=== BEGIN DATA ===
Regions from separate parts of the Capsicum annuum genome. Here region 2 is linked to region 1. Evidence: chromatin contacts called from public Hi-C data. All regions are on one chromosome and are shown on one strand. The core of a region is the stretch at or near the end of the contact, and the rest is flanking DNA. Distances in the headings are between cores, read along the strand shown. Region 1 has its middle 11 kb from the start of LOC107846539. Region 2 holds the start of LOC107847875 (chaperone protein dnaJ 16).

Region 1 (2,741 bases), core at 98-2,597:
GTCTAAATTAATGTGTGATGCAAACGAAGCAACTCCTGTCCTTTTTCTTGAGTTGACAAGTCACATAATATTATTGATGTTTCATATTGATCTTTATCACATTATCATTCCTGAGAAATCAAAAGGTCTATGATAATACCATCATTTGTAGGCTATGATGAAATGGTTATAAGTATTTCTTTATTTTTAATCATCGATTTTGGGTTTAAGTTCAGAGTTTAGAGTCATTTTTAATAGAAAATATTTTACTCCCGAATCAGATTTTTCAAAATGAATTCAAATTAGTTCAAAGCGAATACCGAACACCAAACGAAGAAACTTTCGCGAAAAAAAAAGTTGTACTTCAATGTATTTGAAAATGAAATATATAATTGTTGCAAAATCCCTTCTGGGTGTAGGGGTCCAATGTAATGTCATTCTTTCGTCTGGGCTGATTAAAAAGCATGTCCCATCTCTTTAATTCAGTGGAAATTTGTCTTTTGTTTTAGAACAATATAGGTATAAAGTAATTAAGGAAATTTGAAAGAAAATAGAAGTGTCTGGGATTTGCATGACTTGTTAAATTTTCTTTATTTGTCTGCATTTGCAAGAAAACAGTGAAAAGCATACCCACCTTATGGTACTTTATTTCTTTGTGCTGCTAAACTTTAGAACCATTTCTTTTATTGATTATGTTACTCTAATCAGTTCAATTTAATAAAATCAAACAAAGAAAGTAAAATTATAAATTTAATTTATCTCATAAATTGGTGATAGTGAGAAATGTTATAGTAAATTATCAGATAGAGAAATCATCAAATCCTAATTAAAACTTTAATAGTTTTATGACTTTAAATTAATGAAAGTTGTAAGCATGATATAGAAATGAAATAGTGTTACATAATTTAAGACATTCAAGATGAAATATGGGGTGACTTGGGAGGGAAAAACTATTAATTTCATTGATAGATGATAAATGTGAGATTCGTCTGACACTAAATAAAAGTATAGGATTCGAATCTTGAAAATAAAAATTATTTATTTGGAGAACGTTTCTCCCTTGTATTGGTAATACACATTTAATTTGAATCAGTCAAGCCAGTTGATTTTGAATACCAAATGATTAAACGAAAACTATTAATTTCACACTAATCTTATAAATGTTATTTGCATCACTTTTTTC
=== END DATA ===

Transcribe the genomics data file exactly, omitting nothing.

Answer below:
Regions from separate parts of the Capsicum annuum genome. Here region 2 is linked to region 1. Evidence: chromatin contacts called from public Hi-C data. All regions are on one chromosome and are shown on one strand. The core of a region is the stretch at or near the end of the contact, and the rest is flanking DNA. Distances in the headings are between cores, read along the strand shown. Region 1 has its middle 11 kb from the start of LOC107846539. Region 2 holds the start of LOC107847875 (chaperone protein dnaJ 16).

Region 1 (2,741 bases), core at 98-2,597:
GTCTAAATTAATGTGTGATGCAAACGAAGCAACTCCTGTCCTTTTTCTTGAGTTGACAAGTCACATAATATTATTGATGTTTCATATTGATCTTTATCACATTATCATTCCTGAGAAATCAAAAGGTCTATGATAATACCATCATTTGTAGGCTATGATGAAATGGTTATAAGTATTTCTTTATTTTTAATCATCGATTTTGGGTTTAAGTTCAGAGTTTAGAGTCATTTTTAATAGAAAATATTTTACTCCCGAATCAGATTTTTCAAAATGAATTCAAATTAGTTCAAAGCGAATACCGAACACCAAACGAAGAAACTTTCGCGAAAAAAAAAGTTGTACTTCAATGTATTTGAAAATGAAATATATAATTGTTGCAAAATCCCTTCTGGGTGTAGGGGTCCAATGTAATGTCATTCTTTCGTCTGGGCTGATTAAAAAGCATGTCCCATCTCTTTAATTCAGTGGAAATTTGTCTTTTGTTTTAGAACAATATAGGTATAAAGTAATTAAGGAAATTTGAAAGAAAATAGAAGTGTCTGGGATTTGCATGACTTGTTAAATTTTCTTTATTTGTCTGCATTTGCAAGAAAACAGTGAAAAGCATACCCACCTTATGGTACTTTATTTCTTTGTGCTGCTAAACTTTAGAACCATTTCTTTTATTGATTATGTTACTCTAATCAGTTCAATTTAATAAAATCAAACAAAGAAAGTAAAATTATAAATTTAATTTATCTCATAAATTGGTGATAGTGAGAAATGTTATAGTAAATTATCAGATAGAGAAATCATCAAATCCTAATTAAAACTTTAATAGTTTTATGACTTTAAATTAATGAAAGTTGTAAGCATGATATAGAAATGAAATAGTGTTACATAATTTAAGACATTCAAGATGAAATATGGGGTGACTTGGGAGGGAAAAACTATTAATTTCATTGATAGATGATAAATGTGAGATTCGTCTGACACTAAATAAAAGTATAGGATTCGAATCTTGAAAATAAAAATTATTTATTTGGAGAACGTTTCTCCCTTGTATTGGTAATACACATTTAATTTGAATCAGTCAAGCCAGTTGATTTTGAATACCAAATGATTAAACGAAAACTATTAATTTCACACTAATCTTATAAATGTTATTTGCATCACTTTTTTC